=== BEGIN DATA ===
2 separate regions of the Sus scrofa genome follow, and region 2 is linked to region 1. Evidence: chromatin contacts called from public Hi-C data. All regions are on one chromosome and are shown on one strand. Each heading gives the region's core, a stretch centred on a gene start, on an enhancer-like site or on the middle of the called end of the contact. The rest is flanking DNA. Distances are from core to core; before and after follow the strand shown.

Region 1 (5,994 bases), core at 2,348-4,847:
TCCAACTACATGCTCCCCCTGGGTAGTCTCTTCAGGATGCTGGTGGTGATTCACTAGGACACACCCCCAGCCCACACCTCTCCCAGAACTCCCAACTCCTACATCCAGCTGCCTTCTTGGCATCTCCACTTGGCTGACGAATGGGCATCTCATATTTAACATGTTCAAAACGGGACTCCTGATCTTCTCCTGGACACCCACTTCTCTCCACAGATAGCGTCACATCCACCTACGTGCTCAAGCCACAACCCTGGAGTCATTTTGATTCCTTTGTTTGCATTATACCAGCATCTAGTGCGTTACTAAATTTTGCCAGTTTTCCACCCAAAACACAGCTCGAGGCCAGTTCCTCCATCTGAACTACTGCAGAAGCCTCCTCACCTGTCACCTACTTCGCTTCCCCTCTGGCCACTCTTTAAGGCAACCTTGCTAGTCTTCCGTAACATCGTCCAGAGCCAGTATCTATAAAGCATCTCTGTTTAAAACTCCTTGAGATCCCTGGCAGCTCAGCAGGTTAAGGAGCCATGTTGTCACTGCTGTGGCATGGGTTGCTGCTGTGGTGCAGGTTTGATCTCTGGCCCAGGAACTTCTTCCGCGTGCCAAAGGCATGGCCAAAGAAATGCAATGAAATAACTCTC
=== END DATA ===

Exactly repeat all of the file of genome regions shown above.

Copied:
2 separate regions of the Sus scrofa genome follow, and region 2 is linked to region 1. Evidence: chromatin contacts called from public Hi-C data. All regions are on one chromosome and are shown on one strand. Each heading gives the region's core, a stretch centred on a gene start, on an enhancer-like site or on the middle of the called end of the contact. The rest is flanking DNA. Distances are from core to core; before and after follow the strand shown.

Region 1 (5,994 bases), core at 2,348-4,847:
TCCAACTACATGCTCCCCCTGGGTAGTCTCTTCAGGATGCTGGTGGTGATTCACTAGGACACACCCCCAGCCCACACCTCTCCCAGAACTCCCAACTCCTACATCCAGCTGCCTTCTTGGCATCTCCACTTGGCTGACGAATGGGCATCTCATATTTAACATGTTCAAAACGGGACTCCTGATCTTCTCCTGGACACCCACTTCTCTCCACAGATAGCGTCACATCCACCTACGTGCTCAAGCCACAACCCTGGAGTCATTTTGATTCCTTTGTTTGCATTATACCAGCATCTAGTGCGTTACTAAATTTTGCCAGTTTTCCACCCAAAACACAGCTCGAGGCCAGTTCCTCCATCTGAACTACTGCAGAAGCCTCCTCACCTGTCACCTACTTCGCTTCCCCTCTGGCCACTCTTTAAGGCAACCTTGCTAGTCTTCCGTAACATCGTCCAGAGCCAGTATCTATAAAGCATCTCTGTTTAAAACTCCTTGAGATCCCTGGCAGCTCAGCAGGTTAAGGAGCCATGTTGTCACTGCTGTGGCATGGGTTGCTGCTGTGGTGCAGGTTTGATCTCTGGCCCAGGAACTTCTTCCGCGTGCCAAAGGCATGGCCAAAGAAATGCAATGAAATAACTCTC